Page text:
Erick: I mean. Obviously, financial buyers have been around forever, but in terms of like IT services, yeah, I think prior to the pandemic. I’d say that. I think that as a rule, I’m going to… You know I’m going into dangerous territory here. As a rule, I think financial buyers have always been more opportunistic and prevalent. Strategic buyers [are] fewer and far between, and I think that, as a result of the pandemic, what we’re seeing is even more opportunistic financial buyers. I think that if we’re looking at MSPs as a whole, and don’t hate me everybody for saying this, but I think MSPs as a whole have some more maturing to do in terms of diversification, in terms of strategic reading that crystal ball, and skating to where the puck is going to be rather than where it is today. A very small percentage of MSPs are at that maturity level, that level five of operational maturity, where they’re actually innovating and trying to skate to where the puck is going to be and looking at these are the early adopters of the new technologies and the new services. So folks that have jumped on, buy early folks that have jumped on Azure and cloud services early on in security and security — well, security, yeah, obviously they’re still, I’m still scratching my head as to why there isn’t more of a stampede towards it. I think it is the largest opportunity, the gold rush opportunity for IT providers and MSPs that has ever existed and I tend to see the adoption of it almost like when I was helping partners 15 years ago adopt managed services, it’s kind of like it’s here for the taking. You know you have to adapt and I also think that there’s this other phenomenon Hartland, where the MSPs that were around at the very beginning of managed services now are older and more mature and maybe looking to exit. So we’re seeing that, where we’re not going to see them adopt new technologies potentially and rush to add additional business units; they’re now kind of at the point where they’re looking to exit potentially. So there is a lot. I think you tell me Hartland what you sense, but I think there are more MSPs that see they’re building their organization as an exit strategy through a sale than as a growth through acquisition kind of a business vision strategy. What do you think?
Hartland: Well, I think that everybody is looking at it through the exit lens.. Maybe have a long enough runway where the acquisition is kind of the next steppingstone, an acquisition (or two or three or four), with the ultimate vision of that exit. You know, and certainly we’ve got the those with some gray hair and those without and so, I think it depends on where they’re at in that spectrum as well. I think that we’re seeing a lot of more historical especially more break fix operators that, are kind of closer to retirement and may feel that it’s too much work to convert into a managed services offering. But those who have got some runway, I think want to kind of capitalize on that and then cash out in a number of years still.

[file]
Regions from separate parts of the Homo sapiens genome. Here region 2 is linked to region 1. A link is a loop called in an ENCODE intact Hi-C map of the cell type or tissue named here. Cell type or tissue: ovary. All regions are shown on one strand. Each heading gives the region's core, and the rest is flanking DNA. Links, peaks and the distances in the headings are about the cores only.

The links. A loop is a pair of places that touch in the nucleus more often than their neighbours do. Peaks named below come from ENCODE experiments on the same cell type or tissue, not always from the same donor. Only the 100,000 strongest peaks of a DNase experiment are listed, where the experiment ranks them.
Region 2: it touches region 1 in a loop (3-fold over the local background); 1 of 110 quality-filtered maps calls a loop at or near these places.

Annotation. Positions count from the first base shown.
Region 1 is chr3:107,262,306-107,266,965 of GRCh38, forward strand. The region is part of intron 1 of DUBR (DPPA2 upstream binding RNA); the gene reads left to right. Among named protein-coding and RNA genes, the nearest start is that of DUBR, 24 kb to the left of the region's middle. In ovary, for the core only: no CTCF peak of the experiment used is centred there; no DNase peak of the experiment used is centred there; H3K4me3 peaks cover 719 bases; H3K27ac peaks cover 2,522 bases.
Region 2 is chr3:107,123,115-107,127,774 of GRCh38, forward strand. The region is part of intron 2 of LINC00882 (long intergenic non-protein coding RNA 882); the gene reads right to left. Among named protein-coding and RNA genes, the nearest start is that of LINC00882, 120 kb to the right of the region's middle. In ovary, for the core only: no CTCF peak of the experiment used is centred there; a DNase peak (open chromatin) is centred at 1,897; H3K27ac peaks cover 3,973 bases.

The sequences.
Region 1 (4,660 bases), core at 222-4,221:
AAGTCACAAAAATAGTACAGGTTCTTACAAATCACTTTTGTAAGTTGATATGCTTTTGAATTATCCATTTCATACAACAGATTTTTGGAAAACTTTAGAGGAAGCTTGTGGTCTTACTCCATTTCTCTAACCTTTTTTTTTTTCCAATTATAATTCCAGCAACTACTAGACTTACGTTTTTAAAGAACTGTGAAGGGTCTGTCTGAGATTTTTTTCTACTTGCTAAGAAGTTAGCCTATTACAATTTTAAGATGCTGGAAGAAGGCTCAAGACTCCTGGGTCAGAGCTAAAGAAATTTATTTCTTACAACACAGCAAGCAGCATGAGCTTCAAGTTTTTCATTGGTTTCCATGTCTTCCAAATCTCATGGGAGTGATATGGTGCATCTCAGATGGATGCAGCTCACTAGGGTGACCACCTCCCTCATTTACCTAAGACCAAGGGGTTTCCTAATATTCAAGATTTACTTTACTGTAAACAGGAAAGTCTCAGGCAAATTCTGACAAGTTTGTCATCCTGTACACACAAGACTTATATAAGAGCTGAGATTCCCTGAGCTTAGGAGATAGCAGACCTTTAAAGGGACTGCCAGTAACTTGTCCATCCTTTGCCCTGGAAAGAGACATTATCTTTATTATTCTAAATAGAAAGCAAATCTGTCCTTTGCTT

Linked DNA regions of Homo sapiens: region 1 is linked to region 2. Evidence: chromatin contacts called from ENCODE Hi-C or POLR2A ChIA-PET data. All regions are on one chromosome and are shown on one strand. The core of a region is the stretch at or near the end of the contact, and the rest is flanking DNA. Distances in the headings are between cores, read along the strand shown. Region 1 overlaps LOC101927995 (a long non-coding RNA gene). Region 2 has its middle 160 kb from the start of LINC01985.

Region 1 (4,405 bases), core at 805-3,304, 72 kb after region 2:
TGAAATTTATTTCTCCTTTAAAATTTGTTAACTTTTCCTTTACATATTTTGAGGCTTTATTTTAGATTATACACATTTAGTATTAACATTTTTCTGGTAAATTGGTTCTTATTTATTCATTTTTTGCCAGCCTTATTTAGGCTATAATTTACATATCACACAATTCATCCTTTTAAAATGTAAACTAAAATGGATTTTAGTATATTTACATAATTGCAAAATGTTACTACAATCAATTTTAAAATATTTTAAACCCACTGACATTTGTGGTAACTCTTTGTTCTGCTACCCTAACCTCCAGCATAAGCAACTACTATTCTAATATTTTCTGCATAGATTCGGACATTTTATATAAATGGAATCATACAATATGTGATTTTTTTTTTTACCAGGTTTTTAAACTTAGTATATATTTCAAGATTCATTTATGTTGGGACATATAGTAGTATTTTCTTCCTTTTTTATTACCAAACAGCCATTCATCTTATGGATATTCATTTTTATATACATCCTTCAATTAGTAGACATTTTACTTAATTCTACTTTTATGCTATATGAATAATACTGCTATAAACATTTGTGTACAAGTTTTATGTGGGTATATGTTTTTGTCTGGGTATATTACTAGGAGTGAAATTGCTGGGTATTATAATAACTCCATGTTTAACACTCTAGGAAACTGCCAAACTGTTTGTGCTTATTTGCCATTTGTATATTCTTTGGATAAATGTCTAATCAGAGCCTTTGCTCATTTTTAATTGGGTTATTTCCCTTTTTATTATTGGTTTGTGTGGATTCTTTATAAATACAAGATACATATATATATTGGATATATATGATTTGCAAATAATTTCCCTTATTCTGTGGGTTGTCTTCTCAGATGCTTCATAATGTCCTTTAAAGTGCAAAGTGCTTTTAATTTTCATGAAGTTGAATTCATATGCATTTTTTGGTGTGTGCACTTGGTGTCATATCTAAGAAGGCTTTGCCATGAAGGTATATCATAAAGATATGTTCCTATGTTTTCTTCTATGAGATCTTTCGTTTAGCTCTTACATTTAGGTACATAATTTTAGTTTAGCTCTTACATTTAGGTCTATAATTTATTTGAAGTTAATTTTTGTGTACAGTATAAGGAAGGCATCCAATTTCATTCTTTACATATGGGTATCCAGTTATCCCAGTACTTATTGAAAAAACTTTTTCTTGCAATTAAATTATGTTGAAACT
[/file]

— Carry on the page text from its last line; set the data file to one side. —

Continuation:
Erick: Yeah and I think the pandemic unfortunately has accelerated the exit of a lot of the smaller MSPs. You know not because they wanted to, but just the reality. The more mature and better prepared MSPs have not only weathered the pandemic but have actually grown through the last nine months. So by show of hands everybody. How many of you have seen your revenues actually grow over the last nine months? Raise your hands for us and it’ll be interesting. Certainly you hear both sides of the story. About a quarter of you have raised your hand so appreciate that. Put your hands down, and I would argue there’s probably more than that, but some people here probably wouldn’t put their hand up because…okay, so those of you that won’t raise your hands just send me like a winking eye emoji, no matter what I have so I know not to…I’m just kidding. So really quickly, I know we’re getting close to the top of the hour. I have barely cracked my slide deck, so I’m going to speed up really fast a little bit here, Hartland.